After Moscow in February, something completely different – the Canary Islands in March! I needed to escape the cold weather and all the relentlessly miserable news about Coronavirus.
The first island on my trip was La Palma, also called La Isla Bonita (the beautiful island) in Spanish. I was rather dreading the early morning EasyJet flight from Gatwick, which made me get up at 05.30, but in the event, Gatwick was pleasantly well organised, and the flight was pretty comfortable. From a miserable 8C in London the plane touched down to a nice pleasant 20C and bright sunlight in Santa Cruz de la Palma. From the airport I hired a car and drove through the countryside, admiring the strange plants and bright flowers – the Canary Islands are a botanist’s dream, with many unusual species including palm trees, cactuses, wild aloe verde, the dragon tree, and other really strange things that I thought looked like a woolly mammoth’s trunk.
I was soon ringing on the door of the holiday house I’d booked, an old merchant’s town house in the centre of the city.
At the entrance was an old cast iron gate, then steep stairs leading up to a landing and a dining room with balcony over the street, kitchen, bathroom, a sitting area underneath a glass sunroof, and….. the house’s very own private chapel with a statue of the Virgin Mary and various images of Christ.
Another steep staircase up led to another bedroom, bathroom and a living room with large windows on all sides and views over the city. Yet more stairs led to a roof terrace with a table and a couple of sun loungers, with a pretty view of a nearby church, and the mountains in the distance.
The house was decorated with portraits and old photographs of the family that had owned the place and even the christening dress of one of them. The furnishings were antique – old wooden beds, old chairs and tables, a gramophone player and an ancient radio. There was a smell of old wood, and a sound of creaking floorboards whenever I moved. It felt like the house described in Isabel Allende’s book, the House of the Spirits.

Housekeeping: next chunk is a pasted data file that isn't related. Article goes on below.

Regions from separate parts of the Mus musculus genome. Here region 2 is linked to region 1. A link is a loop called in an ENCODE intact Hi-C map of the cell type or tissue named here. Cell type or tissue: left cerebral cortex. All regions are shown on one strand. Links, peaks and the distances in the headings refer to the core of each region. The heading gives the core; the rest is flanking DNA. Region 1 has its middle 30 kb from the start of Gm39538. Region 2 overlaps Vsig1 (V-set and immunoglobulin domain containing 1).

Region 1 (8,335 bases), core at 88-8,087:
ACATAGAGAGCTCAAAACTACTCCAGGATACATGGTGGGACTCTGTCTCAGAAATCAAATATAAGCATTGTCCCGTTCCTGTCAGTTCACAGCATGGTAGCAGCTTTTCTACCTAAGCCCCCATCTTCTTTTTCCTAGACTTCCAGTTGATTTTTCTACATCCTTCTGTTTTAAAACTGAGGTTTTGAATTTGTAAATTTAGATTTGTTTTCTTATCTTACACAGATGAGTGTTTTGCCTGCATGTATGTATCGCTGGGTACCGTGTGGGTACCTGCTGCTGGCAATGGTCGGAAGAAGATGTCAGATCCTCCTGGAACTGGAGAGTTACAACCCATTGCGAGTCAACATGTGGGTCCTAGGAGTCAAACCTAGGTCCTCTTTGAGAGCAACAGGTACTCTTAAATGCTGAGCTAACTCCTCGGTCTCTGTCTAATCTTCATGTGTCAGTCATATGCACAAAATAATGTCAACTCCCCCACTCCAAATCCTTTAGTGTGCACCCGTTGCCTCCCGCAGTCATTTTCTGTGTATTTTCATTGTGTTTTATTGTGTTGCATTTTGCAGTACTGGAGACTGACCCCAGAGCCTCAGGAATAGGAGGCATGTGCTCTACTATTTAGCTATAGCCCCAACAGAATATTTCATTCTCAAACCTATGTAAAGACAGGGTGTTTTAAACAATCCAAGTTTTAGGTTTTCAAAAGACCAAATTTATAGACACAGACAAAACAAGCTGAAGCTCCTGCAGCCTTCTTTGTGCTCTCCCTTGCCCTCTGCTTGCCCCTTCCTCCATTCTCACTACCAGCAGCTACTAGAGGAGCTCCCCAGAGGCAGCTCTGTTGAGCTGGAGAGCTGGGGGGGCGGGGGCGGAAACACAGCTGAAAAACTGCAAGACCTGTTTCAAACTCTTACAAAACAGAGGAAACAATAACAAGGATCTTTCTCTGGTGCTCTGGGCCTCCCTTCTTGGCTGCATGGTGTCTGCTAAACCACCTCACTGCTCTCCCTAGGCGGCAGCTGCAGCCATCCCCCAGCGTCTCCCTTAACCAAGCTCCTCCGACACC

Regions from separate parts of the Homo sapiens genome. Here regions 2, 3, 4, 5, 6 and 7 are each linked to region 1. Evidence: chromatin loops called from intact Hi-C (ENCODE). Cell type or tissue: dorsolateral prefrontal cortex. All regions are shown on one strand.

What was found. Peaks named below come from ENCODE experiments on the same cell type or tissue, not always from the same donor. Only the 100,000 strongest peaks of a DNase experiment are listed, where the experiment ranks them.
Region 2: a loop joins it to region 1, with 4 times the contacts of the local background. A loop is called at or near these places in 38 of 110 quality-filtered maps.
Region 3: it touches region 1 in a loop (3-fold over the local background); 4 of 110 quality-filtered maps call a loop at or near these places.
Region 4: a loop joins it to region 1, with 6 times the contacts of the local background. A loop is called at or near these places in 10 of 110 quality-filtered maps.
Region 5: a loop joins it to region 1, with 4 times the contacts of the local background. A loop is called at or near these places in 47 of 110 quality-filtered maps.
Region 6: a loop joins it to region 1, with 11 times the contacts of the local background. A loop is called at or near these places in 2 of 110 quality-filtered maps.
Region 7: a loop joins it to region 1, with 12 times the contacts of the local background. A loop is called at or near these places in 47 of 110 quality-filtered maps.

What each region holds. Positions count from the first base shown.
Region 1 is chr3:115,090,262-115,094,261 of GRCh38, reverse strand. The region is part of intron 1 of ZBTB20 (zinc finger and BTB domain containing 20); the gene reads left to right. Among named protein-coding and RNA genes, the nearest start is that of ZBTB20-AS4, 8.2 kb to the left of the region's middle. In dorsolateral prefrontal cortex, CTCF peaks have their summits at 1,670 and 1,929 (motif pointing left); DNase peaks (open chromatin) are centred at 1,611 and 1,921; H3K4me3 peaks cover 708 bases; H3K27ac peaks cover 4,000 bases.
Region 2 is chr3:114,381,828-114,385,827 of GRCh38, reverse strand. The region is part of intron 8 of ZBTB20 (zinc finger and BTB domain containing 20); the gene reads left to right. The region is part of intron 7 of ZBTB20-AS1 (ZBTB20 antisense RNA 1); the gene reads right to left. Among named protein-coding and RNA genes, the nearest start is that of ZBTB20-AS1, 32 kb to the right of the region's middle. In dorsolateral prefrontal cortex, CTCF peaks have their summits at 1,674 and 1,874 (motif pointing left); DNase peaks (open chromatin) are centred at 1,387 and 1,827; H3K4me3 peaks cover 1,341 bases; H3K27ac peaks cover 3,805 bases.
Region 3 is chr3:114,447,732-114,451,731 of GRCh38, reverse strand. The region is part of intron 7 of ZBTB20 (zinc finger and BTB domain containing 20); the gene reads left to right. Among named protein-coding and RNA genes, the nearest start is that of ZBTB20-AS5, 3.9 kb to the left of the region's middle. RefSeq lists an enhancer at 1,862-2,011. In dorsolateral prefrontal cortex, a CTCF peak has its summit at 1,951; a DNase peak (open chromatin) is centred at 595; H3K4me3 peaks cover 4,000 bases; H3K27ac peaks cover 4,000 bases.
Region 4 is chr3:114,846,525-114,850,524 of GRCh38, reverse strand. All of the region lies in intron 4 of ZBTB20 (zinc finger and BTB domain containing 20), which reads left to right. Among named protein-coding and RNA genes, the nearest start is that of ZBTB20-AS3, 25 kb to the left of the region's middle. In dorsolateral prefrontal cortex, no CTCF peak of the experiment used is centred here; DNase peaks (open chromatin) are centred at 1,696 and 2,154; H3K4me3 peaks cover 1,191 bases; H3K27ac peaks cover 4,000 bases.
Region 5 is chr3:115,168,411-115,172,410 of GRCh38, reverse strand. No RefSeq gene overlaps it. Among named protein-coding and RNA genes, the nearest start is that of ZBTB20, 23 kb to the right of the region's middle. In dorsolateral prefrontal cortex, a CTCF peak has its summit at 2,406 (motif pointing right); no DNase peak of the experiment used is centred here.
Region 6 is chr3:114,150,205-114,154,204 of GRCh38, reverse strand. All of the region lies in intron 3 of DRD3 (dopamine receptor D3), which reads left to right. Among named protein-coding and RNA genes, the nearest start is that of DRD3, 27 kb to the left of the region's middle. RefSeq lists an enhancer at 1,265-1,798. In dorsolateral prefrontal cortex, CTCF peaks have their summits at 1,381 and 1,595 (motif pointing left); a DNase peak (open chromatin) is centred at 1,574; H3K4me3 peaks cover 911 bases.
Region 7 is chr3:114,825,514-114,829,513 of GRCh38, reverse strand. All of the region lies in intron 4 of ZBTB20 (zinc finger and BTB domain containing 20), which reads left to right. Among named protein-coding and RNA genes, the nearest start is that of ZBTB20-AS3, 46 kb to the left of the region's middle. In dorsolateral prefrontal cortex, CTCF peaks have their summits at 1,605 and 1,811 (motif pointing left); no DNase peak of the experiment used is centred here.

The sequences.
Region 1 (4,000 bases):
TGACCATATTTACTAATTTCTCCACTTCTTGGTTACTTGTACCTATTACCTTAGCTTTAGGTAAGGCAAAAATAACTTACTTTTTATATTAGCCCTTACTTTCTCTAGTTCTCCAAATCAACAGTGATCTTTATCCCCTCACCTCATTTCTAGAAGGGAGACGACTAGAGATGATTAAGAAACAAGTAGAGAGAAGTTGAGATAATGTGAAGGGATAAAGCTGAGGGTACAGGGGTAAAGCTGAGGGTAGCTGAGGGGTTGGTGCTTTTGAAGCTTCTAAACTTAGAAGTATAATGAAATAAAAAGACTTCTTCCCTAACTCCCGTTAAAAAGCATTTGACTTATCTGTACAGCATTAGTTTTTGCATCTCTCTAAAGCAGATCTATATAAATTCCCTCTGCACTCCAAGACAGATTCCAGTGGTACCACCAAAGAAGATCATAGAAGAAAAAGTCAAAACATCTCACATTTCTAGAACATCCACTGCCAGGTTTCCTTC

Having explored my home for the next four nights, I set off to visit the town. Santa Cruz is a small but pleasant place. Old town houses like mine with balconies line the streets, reminding me a bit of the Middle East, but there was also a sprinkling of ugly modern holiday flat buildings. I walked East to the edge of the town. where on top of a rock bursting with brightly colours flowers, there was an old fort with nice views of the sea.
Next, I headed back into town, and found a very pretty square, lined with trees bearing bright red flowers, and with a church, a museum and a music school around its sides. In the middle was a large stone urn with a huge fern tree. Water dripped down the sides of the urn, offering a nice cool drink to some doves in the heat of the afternoon.
It was siesta time. Hardly anyone was out on the street, and had the square to myself to sit and enjoy the atmosphere. After a short rest, I continued my walk and found another pretty square in the centre of town. This square also had its own pretty stone church and was also the location of the old town hall.
In the street were the tables of bars and cafes; siesta was over, the streets were becoming livelier, and people were sitting down to beer and tapas. I continued my stroll until I reached the end of the old town, where the pretty town houses gave way to modern holiday flats. Then I retraced my steps and offered myself an aperitif sitting outside at a café in yet another pretty square. After 6 months of the London winter, it was so nice to sit outside and feel the sun on my fur. I was pleasantly surprised how cheap the beer and tapas were – mass tourism has yet to spoil La Palma.
When I finally I arrived home, it was dinner time. I popped into the Spar next door to buy some ham, cheese, wine and fruit that I enjoyed on my roof terrace. A nice end to a busy first day on La Palma……..